The Flowers

The broad-leaved trees are Angiosperms and produce flowers. Basically a flower possesses a stalk or pedicel terminated by a short receptacle which bears lateral floral organs. From the outside to Hie centre are: The caly*, consisting of several, usually five, sepals which are often green and protect the flower bud. The corolla, usually consisting of five petals. These are often brightly coloured and may be fused together forming a cup-or funnel-shaped sympetalous corolla. The androecium of few to many separate stamens. Each stamen has a thin stalk or filament and a terminal anther which produces the pollen The stamens are sometimes borne on the corolla, i.e. epipetalous. The gynoecium of one or more carpels. Each carpel consists ot a hollow ovary containing one to many ovules, a style and a terminal stigma. In most species the carpels are few and more or less fused together. Pollination is the transfer of pollen from the anthers to the shgma. Brightly coloured flowers, which are often scented and produce nectar, are usually pollinated by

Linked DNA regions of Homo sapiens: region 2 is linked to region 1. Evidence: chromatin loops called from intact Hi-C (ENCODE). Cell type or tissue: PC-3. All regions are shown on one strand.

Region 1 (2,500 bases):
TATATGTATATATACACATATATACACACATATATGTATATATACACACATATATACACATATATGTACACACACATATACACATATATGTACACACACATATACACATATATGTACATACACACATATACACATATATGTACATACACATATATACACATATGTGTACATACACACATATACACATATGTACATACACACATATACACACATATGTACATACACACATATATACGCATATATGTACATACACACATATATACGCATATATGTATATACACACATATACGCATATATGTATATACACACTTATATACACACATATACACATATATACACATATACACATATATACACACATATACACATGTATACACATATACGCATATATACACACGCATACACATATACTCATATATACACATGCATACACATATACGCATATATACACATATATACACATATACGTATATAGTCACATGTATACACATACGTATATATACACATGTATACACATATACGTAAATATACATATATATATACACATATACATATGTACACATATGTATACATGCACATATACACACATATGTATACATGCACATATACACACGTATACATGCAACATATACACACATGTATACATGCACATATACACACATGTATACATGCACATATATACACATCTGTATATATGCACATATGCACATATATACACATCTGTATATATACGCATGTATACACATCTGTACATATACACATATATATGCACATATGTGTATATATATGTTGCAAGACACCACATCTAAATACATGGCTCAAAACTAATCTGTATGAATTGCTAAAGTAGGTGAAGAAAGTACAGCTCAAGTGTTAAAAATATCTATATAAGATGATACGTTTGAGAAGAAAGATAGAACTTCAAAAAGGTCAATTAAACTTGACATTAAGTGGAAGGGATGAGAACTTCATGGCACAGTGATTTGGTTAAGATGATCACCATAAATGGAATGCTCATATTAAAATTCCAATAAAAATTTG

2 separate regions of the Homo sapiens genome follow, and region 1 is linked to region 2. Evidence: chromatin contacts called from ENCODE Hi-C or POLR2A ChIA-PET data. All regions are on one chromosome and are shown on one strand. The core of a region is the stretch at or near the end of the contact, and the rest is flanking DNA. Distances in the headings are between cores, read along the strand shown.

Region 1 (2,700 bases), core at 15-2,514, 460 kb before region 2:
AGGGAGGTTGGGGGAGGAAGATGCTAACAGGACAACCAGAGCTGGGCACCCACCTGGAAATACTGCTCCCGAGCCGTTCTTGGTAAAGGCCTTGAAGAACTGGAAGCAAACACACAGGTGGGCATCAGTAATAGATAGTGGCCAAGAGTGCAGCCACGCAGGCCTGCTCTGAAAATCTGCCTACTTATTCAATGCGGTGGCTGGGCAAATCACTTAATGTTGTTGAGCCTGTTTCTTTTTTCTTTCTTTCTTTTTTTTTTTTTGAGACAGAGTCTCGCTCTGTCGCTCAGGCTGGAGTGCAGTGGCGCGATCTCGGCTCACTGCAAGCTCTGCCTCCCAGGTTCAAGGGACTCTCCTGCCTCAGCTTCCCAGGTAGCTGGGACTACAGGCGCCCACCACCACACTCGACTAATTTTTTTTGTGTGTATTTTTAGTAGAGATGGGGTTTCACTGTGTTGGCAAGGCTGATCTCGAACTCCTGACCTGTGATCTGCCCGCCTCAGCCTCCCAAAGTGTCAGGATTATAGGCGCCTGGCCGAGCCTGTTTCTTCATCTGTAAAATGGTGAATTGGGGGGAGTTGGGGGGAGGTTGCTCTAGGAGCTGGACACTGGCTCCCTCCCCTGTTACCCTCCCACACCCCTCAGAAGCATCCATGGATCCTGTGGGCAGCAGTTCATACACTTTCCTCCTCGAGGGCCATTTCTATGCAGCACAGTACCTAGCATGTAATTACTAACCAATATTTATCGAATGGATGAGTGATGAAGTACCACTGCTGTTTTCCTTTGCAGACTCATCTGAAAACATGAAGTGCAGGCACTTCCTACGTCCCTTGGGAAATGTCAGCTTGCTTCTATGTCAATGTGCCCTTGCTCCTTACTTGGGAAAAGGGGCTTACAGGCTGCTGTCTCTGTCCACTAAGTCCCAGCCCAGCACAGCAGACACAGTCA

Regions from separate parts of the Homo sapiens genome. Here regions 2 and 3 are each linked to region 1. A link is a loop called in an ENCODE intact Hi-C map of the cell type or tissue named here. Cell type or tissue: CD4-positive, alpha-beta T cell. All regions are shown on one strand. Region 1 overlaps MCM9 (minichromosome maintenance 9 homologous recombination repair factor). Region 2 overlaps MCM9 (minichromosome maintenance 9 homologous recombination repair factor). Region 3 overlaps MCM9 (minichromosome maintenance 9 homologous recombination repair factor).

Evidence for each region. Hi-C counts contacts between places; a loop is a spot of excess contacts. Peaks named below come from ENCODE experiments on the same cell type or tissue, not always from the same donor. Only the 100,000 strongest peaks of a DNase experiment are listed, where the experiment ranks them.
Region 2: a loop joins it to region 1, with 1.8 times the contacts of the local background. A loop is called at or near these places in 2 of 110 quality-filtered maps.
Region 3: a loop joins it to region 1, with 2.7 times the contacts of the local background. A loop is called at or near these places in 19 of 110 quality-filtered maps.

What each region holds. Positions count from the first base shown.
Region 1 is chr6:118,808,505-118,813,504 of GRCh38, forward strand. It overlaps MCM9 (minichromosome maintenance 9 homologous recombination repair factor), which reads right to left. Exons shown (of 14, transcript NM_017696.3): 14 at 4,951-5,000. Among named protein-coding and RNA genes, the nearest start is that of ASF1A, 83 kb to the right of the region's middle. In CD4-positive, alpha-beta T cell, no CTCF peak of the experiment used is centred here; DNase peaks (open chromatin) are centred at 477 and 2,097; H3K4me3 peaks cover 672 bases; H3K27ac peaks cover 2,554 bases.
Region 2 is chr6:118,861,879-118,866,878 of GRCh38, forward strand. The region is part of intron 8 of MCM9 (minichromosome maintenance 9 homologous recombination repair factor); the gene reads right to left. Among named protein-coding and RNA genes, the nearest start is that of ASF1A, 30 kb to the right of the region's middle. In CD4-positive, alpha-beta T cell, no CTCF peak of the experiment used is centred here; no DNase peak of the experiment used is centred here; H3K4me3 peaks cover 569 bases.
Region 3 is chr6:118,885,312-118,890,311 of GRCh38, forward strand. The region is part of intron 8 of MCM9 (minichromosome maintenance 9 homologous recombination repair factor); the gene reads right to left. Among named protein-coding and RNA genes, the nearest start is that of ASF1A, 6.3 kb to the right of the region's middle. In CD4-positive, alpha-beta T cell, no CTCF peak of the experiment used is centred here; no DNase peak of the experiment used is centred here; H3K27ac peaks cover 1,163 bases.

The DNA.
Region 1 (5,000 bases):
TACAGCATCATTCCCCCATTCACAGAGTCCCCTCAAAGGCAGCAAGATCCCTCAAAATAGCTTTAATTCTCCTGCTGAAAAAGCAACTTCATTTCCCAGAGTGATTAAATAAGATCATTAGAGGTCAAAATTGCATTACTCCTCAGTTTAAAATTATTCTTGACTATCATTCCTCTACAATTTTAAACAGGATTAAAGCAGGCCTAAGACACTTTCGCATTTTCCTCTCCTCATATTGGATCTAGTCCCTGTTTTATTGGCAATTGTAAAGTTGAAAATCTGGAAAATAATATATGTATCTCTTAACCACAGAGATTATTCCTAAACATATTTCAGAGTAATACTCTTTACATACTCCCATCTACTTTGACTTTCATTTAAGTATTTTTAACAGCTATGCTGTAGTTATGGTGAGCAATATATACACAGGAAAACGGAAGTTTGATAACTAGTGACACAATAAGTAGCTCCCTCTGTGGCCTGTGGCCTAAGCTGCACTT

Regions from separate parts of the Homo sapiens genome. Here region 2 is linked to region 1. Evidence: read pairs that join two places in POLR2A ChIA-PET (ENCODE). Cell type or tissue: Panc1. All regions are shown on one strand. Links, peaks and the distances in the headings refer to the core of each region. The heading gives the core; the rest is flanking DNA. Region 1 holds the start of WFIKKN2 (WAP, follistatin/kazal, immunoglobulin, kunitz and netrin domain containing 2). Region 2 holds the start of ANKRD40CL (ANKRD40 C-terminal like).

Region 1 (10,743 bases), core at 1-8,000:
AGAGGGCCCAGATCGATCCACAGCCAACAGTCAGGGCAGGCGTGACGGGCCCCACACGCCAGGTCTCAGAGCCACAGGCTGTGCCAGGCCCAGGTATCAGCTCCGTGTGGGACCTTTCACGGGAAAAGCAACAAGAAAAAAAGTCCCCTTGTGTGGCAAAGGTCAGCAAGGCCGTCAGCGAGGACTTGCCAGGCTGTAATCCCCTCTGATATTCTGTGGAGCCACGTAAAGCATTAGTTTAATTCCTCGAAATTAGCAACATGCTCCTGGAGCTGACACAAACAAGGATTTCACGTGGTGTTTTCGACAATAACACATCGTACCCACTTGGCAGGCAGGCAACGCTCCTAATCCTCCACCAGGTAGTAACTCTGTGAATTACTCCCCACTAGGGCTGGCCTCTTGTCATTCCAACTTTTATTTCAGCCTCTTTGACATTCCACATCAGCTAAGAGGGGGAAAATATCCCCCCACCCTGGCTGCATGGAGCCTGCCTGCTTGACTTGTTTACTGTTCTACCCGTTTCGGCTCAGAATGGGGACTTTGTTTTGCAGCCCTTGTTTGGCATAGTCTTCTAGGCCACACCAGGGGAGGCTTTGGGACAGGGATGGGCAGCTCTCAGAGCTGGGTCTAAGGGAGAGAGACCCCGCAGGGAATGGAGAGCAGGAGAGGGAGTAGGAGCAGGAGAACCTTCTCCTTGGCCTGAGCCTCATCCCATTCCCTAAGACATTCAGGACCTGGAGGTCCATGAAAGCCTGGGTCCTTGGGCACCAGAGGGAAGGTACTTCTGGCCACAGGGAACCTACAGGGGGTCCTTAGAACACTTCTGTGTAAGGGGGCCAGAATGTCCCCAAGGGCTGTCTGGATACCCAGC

Wind Pollinated Flower

insects. The small green flowers of some trees, e.g. Birch, are wind-pollinated.

Many flowers contain both stamens (male) and carpels (female) and are therefore hermaphrodite (Tulip Tree), In monoecious species (Birch) the male and female flowers are borne in separate groups on the same tree. Species in which the male and female flowers occur on different trees are dioecious (Willows). Flowers are sometimes home singly but more often they are grouped in different types of inflorescences. Diagrams of some of the commoner types are given below.

Catkin Inflorescence Diagram

scorpoid cyflit dichasiĆ¢t cirme

N.B. The catkin it a variant of the spike.

Female Heliothis Virescens
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